Samsung, LGE, Sony to account for half of 2015 display panels
DetailsJoseph O'Halloran | 03 March 2015
The panel-allocation dominance of the three leading TV makers — Samsung, LGE and Sony — will be more pronounced in 2015, putting more pressure on smaller rivals says research from IHS.
IHSAccording to the Quarterly LCD TV Value Chain & Insight Report the three CE giants grew their year-over-year shares of LCD TV shipments by an average of 11% in 2014, 4% higher than the market average. The top three TV brands also purchased more than a third (37%) of the total global TV panel supply in 2014, and the analyst expects this share to get larger, growing their LCD TV shipments 16%, year over year, to reach 110 million units or 42% of all TV panel shipments they want to secure from their suppliers in 2015.
"Based on very optimistic shipment targets, the panel-allocation dominance of these three companies -- and Samsung, in particular -- will be even more pronounced, which will put more competitive pressure on smaller competitors," explained Deborah Yang, display supply chain research director for IHS Technology. "The three leading TV manufacturers will, therefore, have greater influence over the global panel supply this year, causing panel makers to list them as first priority customers."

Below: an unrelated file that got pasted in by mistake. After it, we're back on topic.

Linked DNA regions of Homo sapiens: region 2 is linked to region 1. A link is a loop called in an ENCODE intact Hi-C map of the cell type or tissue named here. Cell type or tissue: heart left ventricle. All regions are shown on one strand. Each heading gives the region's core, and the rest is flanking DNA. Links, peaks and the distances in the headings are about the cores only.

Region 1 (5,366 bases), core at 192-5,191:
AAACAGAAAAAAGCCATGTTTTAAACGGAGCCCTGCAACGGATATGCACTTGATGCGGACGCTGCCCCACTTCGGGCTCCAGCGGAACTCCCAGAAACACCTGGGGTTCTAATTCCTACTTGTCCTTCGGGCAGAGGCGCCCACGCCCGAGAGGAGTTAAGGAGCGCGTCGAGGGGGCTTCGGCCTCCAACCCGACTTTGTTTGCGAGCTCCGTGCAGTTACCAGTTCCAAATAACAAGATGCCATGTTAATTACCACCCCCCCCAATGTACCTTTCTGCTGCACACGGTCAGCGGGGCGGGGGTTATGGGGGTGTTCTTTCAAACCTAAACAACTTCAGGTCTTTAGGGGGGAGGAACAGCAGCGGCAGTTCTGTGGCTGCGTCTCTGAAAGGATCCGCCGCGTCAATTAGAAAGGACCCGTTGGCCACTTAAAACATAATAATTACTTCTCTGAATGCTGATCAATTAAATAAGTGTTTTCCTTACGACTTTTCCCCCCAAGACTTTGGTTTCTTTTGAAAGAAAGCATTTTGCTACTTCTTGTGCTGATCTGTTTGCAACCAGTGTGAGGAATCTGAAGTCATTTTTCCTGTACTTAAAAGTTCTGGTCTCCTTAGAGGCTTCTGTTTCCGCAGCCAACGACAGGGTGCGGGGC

What makes this land grab more significant, the analyst also noted, was that in the LCD TV industry, the companies controlling panel allocations during a shortage generally garner the most market share. Companies that purchase panels at competitive prices during an over-supply can also save on costs, which helps raise profits. In addition the top three TV brands' influence over certain panel sizes will also likelyincrease this year.
"For Samsung, LGE, and Sony, it makes sense to obtain large allocations and make the market tighter, especially when they dominate purchasing and can influence panel allocations," Yang added. "Meanwhile, panel makers are encouraged to support them, because they must look for long-term winners, rather than just supporting smaller, niche players...For 48-inch, 49-inch and 58-inch sizes, in particular, the purchasing power of the three TV market leaders is very strong. As the largest companies' panel allocations become even bigger, smaller players could be forced to take a niche approach or be squeezed out entirely."